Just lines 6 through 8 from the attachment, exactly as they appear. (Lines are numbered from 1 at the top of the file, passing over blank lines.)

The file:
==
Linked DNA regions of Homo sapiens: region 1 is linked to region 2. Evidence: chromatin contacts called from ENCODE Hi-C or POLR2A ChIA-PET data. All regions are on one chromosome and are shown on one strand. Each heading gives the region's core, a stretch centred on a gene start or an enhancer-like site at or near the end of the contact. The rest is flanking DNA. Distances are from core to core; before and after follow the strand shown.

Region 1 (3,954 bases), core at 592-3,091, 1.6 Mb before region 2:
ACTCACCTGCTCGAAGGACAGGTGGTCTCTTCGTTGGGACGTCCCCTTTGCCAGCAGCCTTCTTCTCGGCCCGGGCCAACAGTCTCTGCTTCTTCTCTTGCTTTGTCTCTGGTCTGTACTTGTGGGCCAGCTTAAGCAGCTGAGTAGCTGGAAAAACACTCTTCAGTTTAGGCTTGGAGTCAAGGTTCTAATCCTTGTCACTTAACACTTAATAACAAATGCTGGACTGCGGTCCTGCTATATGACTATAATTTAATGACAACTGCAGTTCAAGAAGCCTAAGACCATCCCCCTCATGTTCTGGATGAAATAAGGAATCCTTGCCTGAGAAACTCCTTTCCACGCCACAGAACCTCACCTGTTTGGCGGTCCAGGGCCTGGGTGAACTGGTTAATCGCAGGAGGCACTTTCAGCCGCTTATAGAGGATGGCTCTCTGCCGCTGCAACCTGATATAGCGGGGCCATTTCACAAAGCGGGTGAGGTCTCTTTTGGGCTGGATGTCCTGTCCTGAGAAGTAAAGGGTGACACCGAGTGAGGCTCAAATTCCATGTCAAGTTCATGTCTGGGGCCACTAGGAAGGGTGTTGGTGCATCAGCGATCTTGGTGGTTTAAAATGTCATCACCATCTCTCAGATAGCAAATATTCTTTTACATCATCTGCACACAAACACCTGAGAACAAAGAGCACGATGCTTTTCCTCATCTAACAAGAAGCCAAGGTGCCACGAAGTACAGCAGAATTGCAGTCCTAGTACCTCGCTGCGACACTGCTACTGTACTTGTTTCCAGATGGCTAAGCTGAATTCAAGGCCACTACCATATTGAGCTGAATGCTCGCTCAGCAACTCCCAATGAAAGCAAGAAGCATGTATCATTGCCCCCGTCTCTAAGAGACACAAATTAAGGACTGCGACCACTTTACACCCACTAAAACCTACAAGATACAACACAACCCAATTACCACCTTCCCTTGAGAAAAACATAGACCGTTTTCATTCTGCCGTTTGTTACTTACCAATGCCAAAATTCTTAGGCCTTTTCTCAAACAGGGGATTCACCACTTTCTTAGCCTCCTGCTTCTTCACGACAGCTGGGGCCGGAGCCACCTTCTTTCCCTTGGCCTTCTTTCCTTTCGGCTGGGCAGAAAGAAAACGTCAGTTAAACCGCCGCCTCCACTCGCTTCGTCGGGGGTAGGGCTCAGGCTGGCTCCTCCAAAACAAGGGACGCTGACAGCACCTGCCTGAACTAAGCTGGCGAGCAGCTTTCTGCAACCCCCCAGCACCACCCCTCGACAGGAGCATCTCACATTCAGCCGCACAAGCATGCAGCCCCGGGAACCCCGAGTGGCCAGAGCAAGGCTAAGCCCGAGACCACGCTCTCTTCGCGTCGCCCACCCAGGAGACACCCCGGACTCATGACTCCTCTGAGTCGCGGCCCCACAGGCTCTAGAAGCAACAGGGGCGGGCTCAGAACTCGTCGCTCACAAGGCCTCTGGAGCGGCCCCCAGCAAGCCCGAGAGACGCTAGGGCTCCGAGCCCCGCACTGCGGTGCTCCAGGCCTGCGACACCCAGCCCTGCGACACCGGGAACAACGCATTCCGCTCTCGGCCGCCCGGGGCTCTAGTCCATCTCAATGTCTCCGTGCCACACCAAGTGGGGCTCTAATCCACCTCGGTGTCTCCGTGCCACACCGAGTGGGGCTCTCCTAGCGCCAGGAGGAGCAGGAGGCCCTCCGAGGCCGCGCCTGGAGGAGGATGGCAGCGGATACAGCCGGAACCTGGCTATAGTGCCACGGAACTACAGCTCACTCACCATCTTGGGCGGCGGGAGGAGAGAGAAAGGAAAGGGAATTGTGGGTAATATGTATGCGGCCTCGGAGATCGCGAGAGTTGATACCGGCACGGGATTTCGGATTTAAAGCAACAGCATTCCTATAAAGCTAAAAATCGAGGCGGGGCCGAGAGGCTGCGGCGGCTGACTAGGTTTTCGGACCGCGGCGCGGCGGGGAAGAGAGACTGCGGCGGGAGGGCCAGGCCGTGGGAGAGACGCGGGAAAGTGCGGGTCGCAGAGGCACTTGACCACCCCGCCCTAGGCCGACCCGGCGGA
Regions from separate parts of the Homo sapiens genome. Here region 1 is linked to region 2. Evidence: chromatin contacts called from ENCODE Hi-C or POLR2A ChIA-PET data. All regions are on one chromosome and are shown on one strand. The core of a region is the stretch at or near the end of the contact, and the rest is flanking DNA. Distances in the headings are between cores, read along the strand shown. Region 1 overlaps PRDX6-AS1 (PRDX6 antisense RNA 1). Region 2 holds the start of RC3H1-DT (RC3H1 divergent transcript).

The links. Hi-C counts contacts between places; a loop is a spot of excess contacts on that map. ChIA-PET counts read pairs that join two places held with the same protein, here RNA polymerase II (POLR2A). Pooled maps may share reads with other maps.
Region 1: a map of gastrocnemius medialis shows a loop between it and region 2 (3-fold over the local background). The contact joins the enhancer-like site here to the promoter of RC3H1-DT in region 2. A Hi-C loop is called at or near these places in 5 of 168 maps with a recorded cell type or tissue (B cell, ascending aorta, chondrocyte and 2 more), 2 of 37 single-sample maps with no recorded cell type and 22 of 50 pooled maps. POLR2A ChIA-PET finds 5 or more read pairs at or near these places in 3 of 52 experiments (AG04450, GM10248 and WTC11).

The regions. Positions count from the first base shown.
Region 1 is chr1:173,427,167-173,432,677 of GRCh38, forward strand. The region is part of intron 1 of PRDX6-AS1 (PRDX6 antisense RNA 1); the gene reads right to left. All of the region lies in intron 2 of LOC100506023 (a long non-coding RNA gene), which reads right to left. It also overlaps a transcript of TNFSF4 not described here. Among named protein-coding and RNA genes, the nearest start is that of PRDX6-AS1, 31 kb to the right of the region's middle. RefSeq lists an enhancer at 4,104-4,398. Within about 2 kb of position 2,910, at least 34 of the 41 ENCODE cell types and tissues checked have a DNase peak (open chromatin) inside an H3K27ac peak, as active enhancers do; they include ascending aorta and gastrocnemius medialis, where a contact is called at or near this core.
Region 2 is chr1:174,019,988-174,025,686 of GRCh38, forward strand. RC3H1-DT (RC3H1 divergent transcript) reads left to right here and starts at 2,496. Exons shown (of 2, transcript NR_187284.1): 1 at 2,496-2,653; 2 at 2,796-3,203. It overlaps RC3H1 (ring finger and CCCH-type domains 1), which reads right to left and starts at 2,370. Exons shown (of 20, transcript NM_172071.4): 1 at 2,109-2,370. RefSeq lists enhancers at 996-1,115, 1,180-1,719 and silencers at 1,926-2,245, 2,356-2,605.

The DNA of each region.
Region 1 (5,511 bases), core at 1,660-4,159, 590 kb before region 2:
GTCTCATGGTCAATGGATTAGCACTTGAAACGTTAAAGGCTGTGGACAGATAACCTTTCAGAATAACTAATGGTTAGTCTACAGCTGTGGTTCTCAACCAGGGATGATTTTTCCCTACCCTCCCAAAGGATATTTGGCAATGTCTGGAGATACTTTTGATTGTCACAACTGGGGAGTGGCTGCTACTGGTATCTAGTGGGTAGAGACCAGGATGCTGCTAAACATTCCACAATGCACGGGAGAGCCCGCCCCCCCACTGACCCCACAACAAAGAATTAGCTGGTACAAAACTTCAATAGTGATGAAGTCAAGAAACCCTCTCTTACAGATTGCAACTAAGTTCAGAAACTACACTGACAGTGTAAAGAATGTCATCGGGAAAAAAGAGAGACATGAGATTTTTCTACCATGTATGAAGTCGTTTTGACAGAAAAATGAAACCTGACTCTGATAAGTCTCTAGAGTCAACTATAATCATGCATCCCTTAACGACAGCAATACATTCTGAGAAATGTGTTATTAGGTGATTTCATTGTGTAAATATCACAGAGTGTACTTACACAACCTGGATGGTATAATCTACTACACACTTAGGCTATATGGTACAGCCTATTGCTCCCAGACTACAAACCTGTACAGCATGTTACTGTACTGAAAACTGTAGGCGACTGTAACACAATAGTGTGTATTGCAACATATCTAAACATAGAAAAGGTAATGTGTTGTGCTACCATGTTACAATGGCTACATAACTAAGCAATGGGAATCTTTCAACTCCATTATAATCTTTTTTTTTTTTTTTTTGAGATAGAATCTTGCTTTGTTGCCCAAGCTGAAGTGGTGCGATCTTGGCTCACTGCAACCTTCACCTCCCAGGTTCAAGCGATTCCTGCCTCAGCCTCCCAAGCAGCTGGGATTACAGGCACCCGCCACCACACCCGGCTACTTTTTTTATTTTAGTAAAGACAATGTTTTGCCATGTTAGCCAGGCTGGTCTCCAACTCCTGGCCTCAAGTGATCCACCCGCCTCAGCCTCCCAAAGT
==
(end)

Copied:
Region 1: a map of gastrocnemius medialis shows a loop between it and region 2 (3-fold over the local background). The contact joins the enhancer-like site here to the promoter of RC3H1-DT in region 2. A Hi-C loop is called at or near these places in 5 of 168 maps with a recorded cell type or tissue (B cell, ascending aorta, chondrocyte and 2 more), 2 of 37 single-sample maps with no recorded cell type and 22 of 50 pooled maps. POLR2A ChIA-PET finds 5 or more read pairs at or near these places in 3 of 52 experiments (AG04450, GM10248 and WTC11).

The regions. Positions count from the first base shown.
Region 1 is chr1:173,427,167-173,432,677 of GRCh38, forward strand. The region is part of intron 1 of PRDX6-AS1 (PRDX6 antisense RNA 1); the gene reads right to left. All of the region lies in intron 2 of LOC100506023 (a long non-coding RNA gene), which reads right to left. It also overlaps a transcript of TNFSF4 not described here. Among named protein-coding and RNA genes, the nearest start is that of PRDX6-AS1, 31 kb to the right of the region's middle. RefSeq lists an enhancer at 4,104-4,398. Within about 2 kb of position 2,910, at least 34 of the 41 ENCODE cell types and tissues checked have a DNase peak (open chromatin) inside an H3K27ac peak, as active enhancers do; they include ascending aorta and gastrocnemius medialis, where a contact is called at or near this core.